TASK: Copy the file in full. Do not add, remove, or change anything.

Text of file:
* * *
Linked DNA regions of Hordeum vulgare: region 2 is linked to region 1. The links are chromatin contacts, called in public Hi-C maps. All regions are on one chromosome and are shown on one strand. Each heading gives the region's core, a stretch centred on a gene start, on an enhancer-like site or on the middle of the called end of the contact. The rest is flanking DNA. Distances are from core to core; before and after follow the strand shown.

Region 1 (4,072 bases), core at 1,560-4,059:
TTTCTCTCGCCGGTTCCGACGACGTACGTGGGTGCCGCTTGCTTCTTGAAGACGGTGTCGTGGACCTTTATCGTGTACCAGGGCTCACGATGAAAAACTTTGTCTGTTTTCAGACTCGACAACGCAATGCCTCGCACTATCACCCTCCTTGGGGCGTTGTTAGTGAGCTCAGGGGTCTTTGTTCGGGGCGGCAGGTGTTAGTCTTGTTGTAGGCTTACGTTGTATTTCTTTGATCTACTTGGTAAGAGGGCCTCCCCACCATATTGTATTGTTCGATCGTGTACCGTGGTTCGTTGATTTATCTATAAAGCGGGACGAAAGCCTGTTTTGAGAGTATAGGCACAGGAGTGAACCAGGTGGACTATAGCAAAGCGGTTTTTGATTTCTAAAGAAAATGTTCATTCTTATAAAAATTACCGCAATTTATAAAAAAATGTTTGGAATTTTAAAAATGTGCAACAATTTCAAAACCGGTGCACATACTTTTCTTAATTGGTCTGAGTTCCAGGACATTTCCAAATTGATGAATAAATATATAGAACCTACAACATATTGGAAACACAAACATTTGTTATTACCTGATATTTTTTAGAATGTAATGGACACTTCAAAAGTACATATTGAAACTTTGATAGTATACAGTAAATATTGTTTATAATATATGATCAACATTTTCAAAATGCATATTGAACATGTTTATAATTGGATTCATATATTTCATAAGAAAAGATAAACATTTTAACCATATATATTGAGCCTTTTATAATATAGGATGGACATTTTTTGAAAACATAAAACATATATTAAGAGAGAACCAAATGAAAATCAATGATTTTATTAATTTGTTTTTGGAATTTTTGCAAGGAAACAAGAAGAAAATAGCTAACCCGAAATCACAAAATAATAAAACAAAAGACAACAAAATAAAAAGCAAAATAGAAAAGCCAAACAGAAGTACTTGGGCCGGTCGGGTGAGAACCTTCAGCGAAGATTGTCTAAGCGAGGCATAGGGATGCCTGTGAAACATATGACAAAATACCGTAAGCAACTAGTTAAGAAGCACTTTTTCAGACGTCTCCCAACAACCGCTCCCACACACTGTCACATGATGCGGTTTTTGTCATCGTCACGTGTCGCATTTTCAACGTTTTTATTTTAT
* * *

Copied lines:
Linked DNA regions of Hordeum vulgare: region 2 is linked to region 1. The links are chromatin contacts, called in public Hi-C maps. All regions are on one chromosome and are shown on one strand. Each heading gives the region's core, a stretch centred on a gene start, on an enhancer-like site or on the middle of the called end of the contact. The rest is flanking DNA. Distances are from core to core; before and after follow the strand shown.

Region 1 (4,072 bases), core at 1,560-4,059:
TTTCTCTCGCCGGTTCCGACGACGTACGTGGGTGCCGCTTGCTTCTTGAAGACGGTGTCGTGGACCTTTATCGTGTACCAGGGCTCACGATGAAAAACTTTGTCTGTTTTCAGACTCGACAACGCAATGCCTCGCACTATCACCCTCCTTGGGGCGTTGTTAGTGAGCTCAGGGGTCTTTGTTCGGGGCGGCAGGTGTTAGTCTTGTTGTAGGCTTACGTTGTATTTCTTTGATCTACTTGGTAAGAGGGCCTCCCCACCATATTGTATTGTTCGATCGTGTACCGTGGTTCGTTGATTTATCTATAAAGCGGGACGAAAGCCTGTTTTGAGAGTATAGGCACAGGAGTGAACCAGGTGGACTATAGCAAAGCGGTTTTTGATTTCTAAAGAAAATGTTCATTCTTATAAAAATTACCGCAATTTATAAAAAAATGTTTGGAATTTTAAAAATGTGCAACAATTTCAAAACCGGTGCACATACTTTTCTTAATTGGTCTGAGTTCCAGGACATTTCCAAATTGATGAATAAATATATAGAACCTACAACATATTGGAAACACAAACATTTGTTATTACCTGATATTTTTTAGAATGTAATGGACACTTCAAAAGTACATATTGAAACTTTGATAGTATACAGTAAATATTGTTTATAATATATGATCAACATTTTCAAAATGCATATTGAACATGTTTATAATTGGATTCATATATTTCATAAGAAAAGATAAACATTTTAACCATATATATTGAGCCTTTTATAATATAGGATGGACATTTTTTGAAAACATAAAACATATATTAAGAGAGAACCAAATGAAAATCAATGATTTTATTAATTTGTTTTTGGAATTTTTGCAAGGAAACAAGAAGAAAATAGCTAACCCGAAATCACAAAATAATAAAACAAAAGACAACAAAATAAAAAGCAAAATAGAAAAGCCAAACAGAAGTACTTGGGCCGGTCGGGTGAGAACCTTCAGCGAAGATTGTCTAAGCGAGGCATAGGGATGCCTGTGAAACATATGACAAAATACCGTAAGCAACTAGTTAAGAAGCACTTTTTCAGACGTCTCCCAACAACCGCTCCCACACACTGTCACATGATGCGGTTTTTGTCATCGTCACGTGTCGCATTTTCAACGTTTTTATTTTAT